Champions for an AIDS Free Generation and the Private Sector

I had the priviledge of being invited to the meeting of the Champions for an AIDS Free Generation and the Private Sector held in Johannesburg on the 26th of November 2015. For those who might not know the Champions, they comprise the following former Heads of States, H.E. Festus Mogae РChairman of the Champions (Botswana); H.E. Joyce Banda (Malawi); H.E. Joaquim A. Chissano (Mozambique); H.E. Kenneth D. Kaunda (Zambia); H.E. Alpha Konaré (Mali); H.E. Benjamin Mkapa, (United Republic of Tanzania); H.E. Kgalema Motlanthe (Republic of South Africa); H.E. Olusegun Obasanjo (Nigeria); H.E. Hifikepunye Pohamba (Namibia); H.E. Speciosa Wandira-Kasibwe, (former Vice President of Uganda). In addition, the group comprises of the following eminent persons, His Grace, Desmond Tutu, Archbishop Emeritus Cape Town; Justice Edwin Cameron, South Africa Justice of the Constitutional Court; and Professor Miriam Were, former Chairperson of the Kenya National AIDS Control Council. Three of them attended the meeting and they are flanked by UNAIDS Leader and Professor Olive Shisana, President and CEO of Evidence Based Solutions and Local co-Chair of the AIDS 2016 conference to be held in Durban.

Professor Olive Shisana, President Of Evidence Based Solutions,   His Excellency Kgalema Motlanthe (Former President of the Republic of South Africa); Ms Sheila Tlou, UNAIDS Regional Director for Southern and Eastern Africa;       His Excellency Olusegun Obasanjo (Former President of Nigeria); and   Her Excellency Speciosa Wandira-Kasibwe (Former Vice President of Uganda)

Professor Olive Shisana, President Of Evidence Based Solutions, His Excellency Kgalema Motlanthe (Former President of the Republic of South Africa); Ms Sheila Tlou, UNAIDS Regional Director for Southern and Eastern Africa; His Excellency Olusegun Obasanjo (Former President of Nigeria); and Her Excellency Speciosa Wandira-Kasibwe (Former Vice President of Uganda)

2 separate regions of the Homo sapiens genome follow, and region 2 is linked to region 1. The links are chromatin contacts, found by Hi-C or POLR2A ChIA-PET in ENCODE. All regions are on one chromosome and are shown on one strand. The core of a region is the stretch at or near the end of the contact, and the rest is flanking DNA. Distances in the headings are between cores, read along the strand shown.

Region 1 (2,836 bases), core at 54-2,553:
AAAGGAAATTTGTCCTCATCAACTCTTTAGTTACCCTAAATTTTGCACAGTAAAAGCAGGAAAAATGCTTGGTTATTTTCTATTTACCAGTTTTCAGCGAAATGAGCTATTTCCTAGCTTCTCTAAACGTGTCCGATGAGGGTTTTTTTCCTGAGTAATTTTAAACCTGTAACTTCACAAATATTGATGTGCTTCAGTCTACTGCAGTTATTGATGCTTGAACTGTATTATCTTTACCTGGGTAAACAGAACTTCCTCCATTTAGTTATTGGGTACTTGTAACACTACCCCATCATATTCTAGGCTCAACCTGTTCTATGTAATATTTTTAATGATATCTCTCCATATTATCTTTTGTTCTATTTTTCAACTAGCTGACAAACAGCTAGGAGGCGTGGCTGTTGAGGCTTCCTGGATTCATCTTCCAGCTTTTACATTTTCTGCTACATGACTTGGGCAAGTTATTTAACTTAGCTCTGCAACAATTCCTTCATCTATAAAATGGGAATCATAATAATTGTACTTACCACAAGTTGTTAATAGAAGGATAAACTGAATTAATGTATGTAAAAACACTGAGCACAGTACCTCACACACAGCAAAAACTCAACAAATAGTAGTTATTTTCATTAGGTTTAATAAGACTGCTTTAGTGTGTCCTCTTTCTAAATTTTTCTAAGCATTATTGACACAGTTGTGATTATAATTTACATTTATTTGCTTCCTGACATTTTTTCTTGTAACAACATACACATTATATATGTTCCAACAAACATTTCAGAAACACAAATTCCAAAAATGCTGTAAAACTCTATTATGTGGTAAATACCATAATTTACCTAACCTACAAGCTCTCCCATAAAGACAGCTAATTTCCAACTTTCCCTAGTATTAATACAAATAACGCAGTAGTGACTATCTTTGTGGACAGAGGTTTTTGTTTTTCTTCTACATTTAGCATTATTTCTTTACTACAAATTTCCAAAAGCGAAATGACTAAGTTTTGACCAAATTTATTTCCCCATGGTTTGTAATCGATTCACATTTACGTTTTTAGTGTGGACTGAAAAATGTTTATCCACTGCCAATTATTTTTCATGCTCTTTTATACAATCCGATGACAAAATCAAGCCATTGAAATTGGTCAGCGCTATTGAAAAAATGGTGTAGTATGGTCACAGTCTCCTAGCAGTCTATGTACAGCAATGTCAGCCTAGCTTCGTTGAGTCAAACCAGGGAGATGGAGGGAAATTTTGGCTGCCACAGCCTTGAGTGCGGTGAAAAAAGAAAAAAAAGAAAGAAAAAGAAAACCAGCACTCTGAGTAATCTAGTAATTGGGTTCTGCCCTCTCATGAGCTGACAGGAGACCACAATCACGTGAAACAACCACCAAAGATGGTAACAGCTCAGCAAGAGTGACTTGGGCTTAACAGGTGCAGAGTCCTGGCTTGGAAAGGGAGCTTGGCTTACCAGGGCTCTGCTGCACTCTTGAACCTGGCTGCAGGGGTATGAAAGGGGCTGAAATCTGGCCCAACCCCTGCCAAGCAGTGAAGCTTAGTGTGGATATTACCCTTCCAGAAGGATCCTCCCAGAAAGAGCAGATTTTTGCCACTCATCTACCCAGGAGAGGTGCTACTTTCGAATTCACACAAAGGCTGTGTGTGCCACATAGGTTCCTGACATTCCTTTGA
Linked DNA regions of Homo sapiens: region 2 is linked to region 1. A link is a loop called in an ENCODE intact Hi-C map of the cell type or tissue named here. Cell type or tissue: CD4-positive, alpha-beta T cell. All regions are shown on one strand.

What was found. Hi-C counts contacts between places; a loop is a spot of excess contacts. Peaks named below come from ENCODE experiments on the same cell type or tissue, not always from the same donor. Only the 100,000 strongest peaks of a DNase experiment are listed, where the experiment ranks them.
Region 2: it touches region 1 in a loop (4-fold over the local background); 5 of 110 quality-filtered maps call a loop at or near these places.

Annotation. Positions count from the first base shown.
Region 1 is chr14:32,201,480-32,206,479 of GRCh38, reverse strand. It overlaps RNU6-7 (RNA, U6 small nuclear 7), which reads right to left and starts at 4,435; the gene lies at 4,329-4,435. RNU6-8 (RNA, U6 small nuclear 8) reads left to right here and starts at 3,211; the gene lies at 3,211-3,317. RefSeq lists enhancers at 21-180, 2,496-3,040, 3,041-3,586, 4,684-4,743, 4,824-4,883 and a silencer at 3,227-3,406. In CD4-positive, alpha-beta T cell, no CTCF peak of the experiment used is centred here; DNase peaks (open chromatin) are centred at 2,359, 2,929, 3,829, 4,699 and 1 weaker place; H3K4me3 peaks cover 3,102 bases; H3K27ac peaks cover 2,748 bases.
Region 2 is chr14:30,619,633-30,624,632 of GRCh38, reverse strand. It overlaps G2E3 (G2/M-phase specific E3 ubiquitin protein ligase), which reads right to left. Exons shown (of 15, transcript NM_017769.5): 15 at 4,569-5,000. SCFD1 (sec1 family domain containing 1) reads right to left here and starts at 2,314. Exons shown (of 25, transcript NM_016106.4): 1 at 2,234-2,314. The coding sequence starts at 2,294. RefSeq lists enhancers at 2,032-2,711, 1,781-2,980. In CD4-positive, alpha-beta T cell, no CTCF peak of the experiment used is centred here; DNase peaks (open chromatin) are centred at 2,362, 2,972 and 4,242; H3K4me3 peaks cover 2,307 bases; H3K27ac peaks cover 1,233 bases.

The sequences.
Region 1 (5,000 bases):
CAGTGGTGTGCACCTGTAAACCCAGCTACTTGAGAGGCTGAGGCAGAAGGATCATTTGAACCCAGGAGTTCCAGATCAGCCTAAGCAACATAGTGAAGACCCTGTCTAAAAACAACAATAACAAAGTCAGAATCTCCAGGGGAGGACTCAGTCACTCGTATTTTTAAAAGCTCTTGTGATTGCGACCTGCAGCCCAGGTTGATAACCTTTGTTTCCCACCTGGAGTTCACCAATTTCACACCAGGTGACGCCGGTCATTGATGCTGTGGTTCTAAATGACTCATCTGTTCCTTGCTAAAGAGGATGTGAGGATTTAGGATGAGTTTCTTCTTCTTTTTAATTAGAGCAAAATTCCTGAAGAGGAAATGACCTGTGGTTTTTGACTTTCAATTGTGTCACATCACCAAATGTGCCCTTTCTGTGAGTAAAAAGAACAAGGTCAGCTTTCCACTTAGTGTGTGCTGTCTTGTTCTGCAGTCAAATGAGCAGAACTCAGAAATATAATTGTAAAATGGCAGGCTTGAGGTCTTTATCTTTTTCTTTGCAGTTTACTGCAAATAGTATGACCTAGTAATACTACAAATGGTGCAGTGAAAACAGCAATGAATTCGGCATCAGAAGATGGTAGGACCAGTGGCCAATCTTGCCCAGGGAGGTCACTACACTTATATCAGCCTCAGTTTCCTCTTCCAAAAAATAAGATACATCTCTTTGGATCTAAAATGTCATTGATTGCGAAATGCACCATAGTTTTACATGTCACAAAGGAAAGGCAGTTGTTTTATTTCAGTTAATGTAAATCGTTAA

Fifteen private sector leaders, and nine representatives from governments, 35 Parliamentarians from 15 countries of southern Africa, UNAIDS, SADC Secretariat and other key partners attended the meeting. The meeting was a rallying call for increased private sector support to the national AIDS response given the likelihood of diminishing funding for HIV/AIDS programs as Africa transits from the post-2015 millennium development goals to the sustainable development goals. The meeting aimed to encourage the private sector to fill the gap created by donors that will most likely turn their attention to other sustainable development goals. The UNAIDS facilitated the dialogue to encourage the private sector to share ideas on how they can contribute to the national HIV/AIDS response. I was impressed by the evolving relationship between the public and private sector organizations as they face the challenge of reduced funding for HIV/AIDS programs in the African region that is home to 66% of all people living with HIV/AIDS in the world.

The Champions spoke on the importance of the private sector to step in and contribute to the national response to the HIV epidemic. These African leaders showed their commitment to mobilizing the public and the private sectors in Africa to contribute to reducing new HIV infections and treating those who are living with the disease. They encouraged the parliamentarians to monitor the performance of their respective governments in allocating adequate funds for HIV programs.

I, along with others, had an opportunity to speak at the meeting. I focused on the AIDS 2016 plans for the upcoming conference in Durban, which is to take place on the 18-22 of June 2016; we expect more than 18 000 people to attend from more than 130 countries. I alluded to the challenge that still faces Africa, that new HIV infections are still occurring at high rates in young people. It was for that reason that the road to the Durban conference includes hosting of frank dialogues with the youth to learn how HIV prevention messages should be formulated in the era of technological revolution. I asked the private sector to contribute funds so that the organizers of AIDS 2016 can bring more than a thousand youths to Durban to ensure their views inform policy makers, scientists and non-governmental organizations who formulate new policies and programs as well as new research agenda. For more information on the conference, please see www.AIDS2016.org